The fourth issue got an F from BD, a D- from JR, a D- from Stella, and a G from Kevin, as “this was worse than anything I’ve ever graded as an F.” Michael Bailey—who hadn’t participated in the previous episode, gave it an F—bringing the number of Crawlspacers who strongly dislike the story to six. He didn’t care for the power upgrade.
Why should we make the Lizard so powerful to begin with? He’s not a decent villain. He’s a Hulk-like character for Spider-Man to punch.
A unified front doesn’t necessarily mean that there’s something wrong with the critics. Some things are very well regarded, and some things are universally despised. If six film critics agree that Raging Bull is pretty good, it doesn’t suggest that there’s a lack of intellectual diversity with the group. It could be that an acclaimed work is well-made, and that critics are able to recognize it. Likewise, if they think that the 2001 film Dungeons & Dragons, or the recent Fantastic Four remake is awful, it could just be that the film is poorly made, and they recognize this as well.
Shed’s an interesting exception, because some people really liked it. Marvel has stuck with the developments, even though it would all be easy to retcon. It has shaped the depiction of the Lizard in subsequent stories including a four parter in an X-Men series, a TPB length storyline in Slott’s Big Time run, as well as appearances in Superior Spider-Man, and the build-up to Clone Conspiracy, where the man in red seemed to bring back Billy (as well as Curt’s wife Martha, who was killed off in the Quality of Life mini-series back in 2002.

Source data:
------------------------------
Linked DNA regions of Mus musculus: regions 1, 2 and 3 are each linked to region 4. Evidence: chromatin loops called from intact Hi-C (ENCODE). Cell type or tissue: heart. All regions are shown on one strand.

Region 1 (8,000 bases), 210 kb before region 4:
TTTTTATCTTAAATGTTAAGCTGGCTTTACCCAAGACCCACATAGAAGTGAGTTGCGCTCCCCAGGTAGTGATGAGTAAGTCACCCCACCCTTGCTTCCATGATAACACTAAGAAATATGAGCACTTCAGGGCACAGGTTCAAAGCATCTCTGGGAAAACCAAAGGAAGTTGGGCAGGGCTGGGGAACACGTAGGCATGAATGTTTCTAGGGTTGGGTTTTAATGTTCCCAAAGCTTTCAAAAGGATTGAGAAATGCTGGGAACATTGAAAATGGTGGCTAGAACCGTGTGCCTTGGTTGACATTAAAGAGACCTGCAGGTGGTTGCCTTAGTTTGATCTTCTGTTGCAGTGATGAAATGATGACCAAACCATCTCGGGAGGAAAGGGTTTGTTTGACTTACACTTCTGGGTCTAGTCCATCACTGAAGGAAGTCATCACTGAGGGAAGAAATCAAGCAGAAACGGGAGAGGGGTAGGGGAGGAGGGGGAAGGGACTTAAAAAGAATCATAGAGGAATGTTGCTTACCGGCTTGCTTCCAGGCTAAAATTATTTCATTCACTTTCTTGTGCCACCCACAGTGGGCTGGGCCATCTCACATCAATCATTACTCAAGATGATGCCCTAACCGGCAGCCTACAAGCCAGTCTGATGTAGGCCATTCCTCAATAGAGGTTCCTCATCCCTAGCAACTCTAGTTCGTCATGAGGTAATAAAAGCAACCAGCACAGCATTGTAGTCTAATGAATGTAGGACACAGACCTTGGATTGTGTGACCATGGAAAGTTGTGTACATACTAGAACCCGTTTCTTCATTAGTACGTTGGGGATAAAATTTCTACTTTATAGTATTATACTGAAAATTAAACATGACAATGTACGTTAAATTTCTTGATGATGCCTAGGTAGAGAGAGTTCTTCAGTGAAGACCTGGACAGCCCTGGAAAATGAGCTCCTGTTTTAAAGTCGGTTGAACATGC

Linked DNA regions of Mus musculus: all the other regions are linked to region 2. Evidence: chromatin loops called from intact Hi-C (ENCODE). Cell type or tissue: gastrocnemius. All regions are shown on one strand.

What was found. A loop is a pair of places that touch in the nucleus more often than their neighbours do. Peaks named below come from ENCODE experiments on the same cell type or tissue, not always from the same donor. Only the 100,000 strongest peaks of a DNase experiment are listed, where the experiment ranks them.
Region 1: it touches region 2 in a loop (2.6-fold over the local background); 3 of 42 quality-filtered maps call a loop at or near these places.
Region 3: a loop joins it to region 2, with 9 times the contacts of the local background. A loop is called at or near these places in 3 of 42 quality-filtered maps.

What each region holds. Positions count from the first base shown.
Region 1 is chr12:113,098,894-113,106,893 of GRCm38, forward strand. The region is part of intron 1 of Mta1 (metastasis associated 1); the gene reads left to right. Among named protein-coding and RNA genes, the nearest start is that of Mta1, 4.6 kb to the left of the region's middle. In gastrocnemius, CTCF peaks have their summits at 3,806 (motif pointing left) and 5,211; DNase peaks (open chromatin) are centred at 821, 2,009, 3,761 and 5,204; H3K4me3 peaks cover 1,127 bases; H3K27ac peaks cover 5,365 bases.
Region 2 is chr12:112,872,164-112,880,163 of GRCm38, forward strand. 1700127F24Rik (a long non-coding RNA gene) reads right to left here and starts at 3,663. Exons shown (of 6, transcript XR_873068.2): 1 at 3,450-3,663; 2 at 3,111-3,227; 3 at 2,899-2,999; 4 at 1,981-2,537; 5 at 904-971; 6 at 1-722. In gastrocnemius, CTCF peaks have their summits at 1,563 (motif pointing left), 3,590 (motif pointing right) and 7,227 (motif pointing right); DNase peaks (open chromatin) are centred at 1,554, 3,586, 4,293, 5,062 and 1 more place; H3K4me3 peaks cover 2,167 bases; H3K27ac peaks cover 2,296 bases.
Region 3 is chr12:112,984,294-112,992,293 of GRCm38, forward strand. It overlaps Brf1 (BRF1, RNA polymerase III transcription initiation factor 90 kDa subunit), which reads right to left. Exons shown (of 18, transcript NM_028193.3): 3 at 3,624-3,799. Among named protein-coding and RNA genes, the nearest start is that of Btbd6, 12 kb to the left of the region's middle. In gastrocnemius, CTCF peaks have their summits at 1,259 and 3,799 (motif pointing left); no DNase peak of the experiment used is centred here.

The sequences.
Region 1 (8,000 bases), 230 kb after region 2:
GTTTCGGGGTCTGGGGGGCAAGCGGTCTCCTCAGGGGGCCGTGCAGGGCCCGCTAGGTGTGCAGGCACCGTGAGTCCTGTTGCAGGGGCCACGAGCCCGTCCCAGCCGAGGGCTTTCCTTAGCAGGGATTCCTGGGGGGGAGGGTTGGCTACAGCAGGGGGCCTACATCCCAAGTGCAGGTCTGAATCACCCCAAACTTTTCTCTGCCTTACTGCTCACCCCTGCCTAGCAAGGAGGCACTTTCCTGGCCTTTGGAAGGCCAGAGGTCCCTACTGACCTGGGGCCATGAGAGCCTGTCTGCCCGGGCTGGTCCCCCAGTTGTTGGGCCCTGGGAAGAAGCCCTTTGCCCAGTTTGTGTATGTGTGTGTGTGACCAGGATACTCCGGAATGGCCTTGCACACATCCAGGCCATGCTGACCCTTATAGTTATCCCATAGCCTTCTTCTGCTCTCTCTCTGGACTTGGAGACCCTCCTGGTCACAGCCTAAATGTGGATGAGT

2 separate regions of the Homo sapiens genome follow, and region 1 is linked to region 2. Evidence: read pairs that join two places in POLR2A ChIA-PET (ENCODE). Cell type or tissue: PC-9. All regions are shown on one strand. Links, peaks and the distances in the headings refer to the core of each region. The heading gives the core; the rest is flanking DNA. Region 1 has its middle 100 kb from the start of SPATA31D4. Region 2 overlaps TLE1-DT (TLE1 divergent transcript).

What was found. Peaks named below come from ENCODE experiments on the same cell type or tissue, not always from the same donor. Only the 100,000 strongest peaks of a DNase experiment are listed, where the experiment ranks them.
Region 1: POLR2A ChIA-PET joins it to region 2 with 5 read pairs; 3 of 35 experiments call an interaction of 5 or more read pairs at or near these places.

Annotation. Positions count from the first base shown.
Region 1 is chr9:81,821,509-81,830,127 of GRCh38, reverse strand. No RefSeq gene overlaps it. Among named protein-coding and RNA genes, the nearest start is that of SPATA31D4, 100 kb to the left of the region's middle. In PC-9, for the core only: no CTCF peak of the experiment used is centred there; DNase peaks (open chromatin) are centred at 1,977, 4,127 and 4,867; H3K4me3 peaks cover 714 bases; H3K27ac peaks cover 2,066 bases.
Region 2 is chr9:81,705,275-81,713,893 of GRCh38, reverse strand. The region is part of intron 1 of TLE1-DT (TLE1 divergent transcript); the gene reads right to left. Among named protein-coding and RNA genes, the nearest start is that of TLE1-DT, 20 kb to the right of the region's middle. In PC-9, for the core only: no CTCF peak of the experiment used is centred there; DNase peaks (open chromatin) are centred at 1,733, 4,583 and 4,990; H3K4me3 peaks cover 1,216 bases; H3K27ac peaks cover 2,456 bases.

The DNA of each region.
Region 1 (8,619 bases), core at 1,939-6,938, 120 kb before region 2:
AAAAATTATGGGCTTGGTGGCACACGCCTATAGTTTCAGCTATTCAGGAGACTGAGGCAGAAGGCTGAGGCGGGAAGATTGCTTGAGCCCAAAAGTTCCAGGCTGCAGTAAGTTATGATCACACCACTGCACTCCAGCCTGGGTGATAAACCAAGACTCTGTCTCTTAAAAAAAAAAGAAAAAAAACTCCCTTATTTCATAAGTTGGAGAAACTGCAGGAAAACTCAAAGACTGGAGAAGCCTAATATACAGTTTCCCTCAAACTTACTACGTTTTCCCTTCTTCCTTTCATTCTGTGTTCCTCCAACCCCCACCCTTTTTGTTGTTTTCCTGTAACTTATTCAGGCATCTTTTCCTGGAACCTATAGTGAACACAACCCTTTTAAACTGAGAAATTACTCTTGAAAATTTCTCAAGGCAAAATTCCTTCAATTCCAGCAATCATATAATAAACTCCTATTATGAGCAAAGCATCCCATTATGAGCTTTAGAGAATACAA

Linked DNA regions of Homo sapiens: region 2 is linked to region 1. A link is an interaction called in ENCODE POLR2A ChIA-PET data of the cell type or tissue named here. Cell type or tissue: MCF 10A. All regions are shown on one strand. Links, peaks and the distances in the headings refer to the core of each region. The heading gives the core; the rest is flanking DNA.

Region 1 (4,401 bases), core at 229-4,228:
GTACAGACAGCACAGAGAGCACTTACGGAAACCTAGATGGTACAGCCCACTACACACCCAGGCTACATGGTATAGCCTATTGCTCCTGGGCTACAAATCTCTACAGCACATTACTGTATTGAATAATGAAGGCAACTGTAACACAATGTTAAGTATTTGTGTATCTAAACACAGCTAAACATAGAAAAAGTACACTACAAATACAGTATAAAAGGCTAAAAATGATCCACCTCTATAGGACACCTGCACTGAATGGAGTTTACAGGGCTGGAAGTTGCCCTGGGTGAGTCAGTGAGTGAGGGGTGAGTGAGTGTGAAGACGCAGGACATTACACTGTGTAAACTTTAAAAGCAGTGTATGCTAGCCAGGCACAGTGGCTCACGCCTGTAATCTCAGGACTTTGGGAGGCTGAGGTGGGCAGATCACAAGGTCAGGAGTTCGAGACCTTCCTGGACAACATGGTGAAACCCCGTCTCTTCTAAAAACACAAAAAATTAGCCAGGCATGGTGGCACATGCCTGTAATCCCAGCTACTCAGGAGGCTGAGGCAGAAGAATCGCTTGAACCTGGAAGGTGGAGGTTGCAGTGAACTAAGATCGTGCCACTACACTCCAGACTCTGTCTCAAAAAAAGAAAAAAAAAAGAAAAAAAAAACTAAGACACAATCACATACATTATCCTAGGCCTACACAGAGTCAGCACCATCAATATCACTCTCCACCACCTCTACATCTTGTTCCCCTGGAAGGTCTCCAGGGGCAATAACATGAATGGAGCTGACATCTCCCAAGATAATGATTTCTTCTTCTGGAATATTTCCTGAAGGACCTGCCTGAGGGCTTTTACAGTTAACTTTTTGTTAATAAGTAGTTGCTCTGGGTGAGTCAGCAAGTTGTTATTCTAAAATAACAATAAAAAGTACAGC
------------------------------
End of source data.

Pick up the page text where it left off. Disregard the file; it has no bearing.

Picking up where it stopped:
The Lizard pops up in several of the images for Marvel’s recent Clone Conspiracy teaser, suggesting a large role in the story.
On the podcast, editor Steve Wacker was mocked for saying he’s prouder of Shed than anything else he’s ever worked on.
Yeah, it’s shocking, it’s violent, it’s emotional. But it hits honestly and brutally in a way that isn’t manipulative, other than the heartstring-tugging that any story has to try to pull off to create an emotional connection. In the hands of almost any other team, a story with this mandate — to take the humanity of the Lizard and have him attack his family — would be laughable dross, but here Wells and Bachalo elevate it to a pretty harrowing story that never loses the tone of a Spider-Man book. It’s not a sudden nonstop abattoir, it’s a really dark punctuation mark on a story, represented by the Lizard himself eating the panels and narrative whole.